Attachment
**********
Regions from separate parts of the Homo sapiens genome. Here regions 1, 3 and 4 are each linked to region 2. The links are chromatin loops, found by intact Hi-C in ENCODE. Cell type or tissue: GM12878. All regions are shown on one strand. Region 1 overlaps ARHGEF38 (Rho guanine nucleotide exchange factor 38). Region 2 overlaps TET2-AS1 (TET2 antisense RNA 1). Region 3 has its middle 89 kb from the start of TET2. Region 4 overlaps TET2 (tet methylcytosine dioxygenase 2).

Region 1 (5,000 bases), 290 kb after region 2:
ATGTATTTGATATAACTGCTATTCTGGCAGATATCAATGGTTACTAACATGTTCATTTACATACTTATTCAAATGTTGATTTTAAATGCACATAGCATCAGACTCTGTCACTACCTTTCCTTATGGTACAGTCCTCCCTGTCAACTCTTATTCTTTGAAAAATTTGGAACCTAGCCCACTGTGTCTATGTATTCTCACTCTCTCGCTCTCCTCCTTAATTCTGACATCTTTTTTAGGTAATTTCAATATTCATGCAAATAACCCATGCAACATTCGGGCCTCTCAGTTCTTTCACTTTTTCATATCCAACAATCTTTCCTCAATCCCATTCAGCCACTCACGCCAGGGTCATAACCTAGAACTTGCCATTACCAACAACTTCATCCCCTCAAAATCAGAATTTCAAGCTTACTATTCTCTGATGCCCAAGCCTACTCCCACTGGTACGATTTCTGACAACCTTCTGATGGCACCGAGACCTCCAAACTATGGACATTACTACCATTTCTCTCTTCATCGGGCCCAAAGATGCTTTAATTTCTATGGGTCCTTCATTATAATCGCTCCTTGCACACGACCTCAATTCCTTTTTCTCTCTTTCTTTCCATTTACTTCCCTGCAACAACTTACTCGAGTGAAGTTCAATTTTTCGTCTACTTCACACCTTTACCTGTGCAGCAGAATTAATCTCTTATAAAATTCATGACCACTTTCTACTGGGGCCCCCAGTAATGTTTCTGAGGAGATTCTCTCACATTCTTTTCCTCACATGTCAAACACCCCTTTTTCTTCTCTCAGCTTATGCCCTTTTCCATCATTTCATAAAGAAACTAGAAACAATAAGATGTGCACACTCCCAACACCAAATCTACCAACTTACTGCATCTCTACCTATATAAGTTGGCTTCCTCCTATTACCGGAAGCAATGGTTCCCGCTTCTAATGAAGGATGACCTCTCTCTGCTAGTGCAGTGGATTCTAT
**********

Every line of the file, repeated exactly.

Regions from separate parts of the Homo sapiens genome. Here regions 1, 3 and 4 are each linked to region 2. The links are chromatin loops, found by intact Hi-C in ENCODE. Cell type or tissue: GM12878. All regions are shown on one strand. Region 1 overlaps ARHGEF38 (Rho guanine nucleotide exchange factor 38). Region 2 overlaps TET2-AS1 (TET2 antisense RNA 1). Region 3 has its middle 89 kb from the start of TET2. Region 4 overlaps TET2 (tet methylcytosine dioxygenase 2).

Region 1 (5,000 bases), 290 kb after region 2:
ATGTATTTGATATAACTGCTATTCTGGCAGATATCAATGGTTACTAACATGTTCATTTACATACTTATTCAAATGTTGATTTTAAATGCACATAGCATCAGACTCTGTCACTACCTTTCCTTATGGTACAGTCCTCCCTGTCAACTCTTATTCTTTGAAAAATTTGGAACCTAGCCCACTGTGTCTATGTATTCTCACTCTCTCGCTCTCCTCCTTAATTCTGACATCTTTTTTAGGTAATTTCAATATTCATGCAAATAACCCATGCAACATTCGGGCCTCTCAGTTCTTTCACTTTTTCATATCCAACAATCTTTCCTCAATCCCATTCAGCCACTCACGCCAGGGTCATAACCTAGAACTTGCCATTACCAACAACTTCATCCCCTCAAAATCAGAATTTCAAGCTTACTATTCTCTGATGCCCAAGCCTACTCCCACTGGTACGATTTCTGACAACCTTCTGATGGCACCGAGACCTCCAAACTATGGACATTACTACCATTTCTCTCTTCATCGGGCCCAAAGATGCTTTAATTTCTATGGGTCCTTCATTATAATCGCTCCTTGCACACGACCTCAATTCCTTTTTCTCTCTTTCTTTCCATTTACTTCCCTGCAACAACTTACTCGAGTGAAGTTCAATTTTTCGTCTACTTCACACCTTTACCTGTGCAGCAGAATTAATCTCTTATAAAATTCATGACCACTTTCTACTGGGGCCCCCAGTAATGTTTCTGAGGAGATTCTCTCACATTCTTTTCCTCACATGTCAAACACCCCTTTTTCTTCTCTCAGCTTATGCCCTTTTCCATCATTTCATAAAGAAACTAGAAACAATAAGATGTGCACACTCCCAACACCAAATCTACCAACTTACTGCATCTCTACCTATATAAGTTGGCTTCCTCCTATTACCGGAAGCAATGGTTCCCGCTTCTAATGAAGGATGACCTCTCTCTGCTAGTGCAGTGGATTCTAT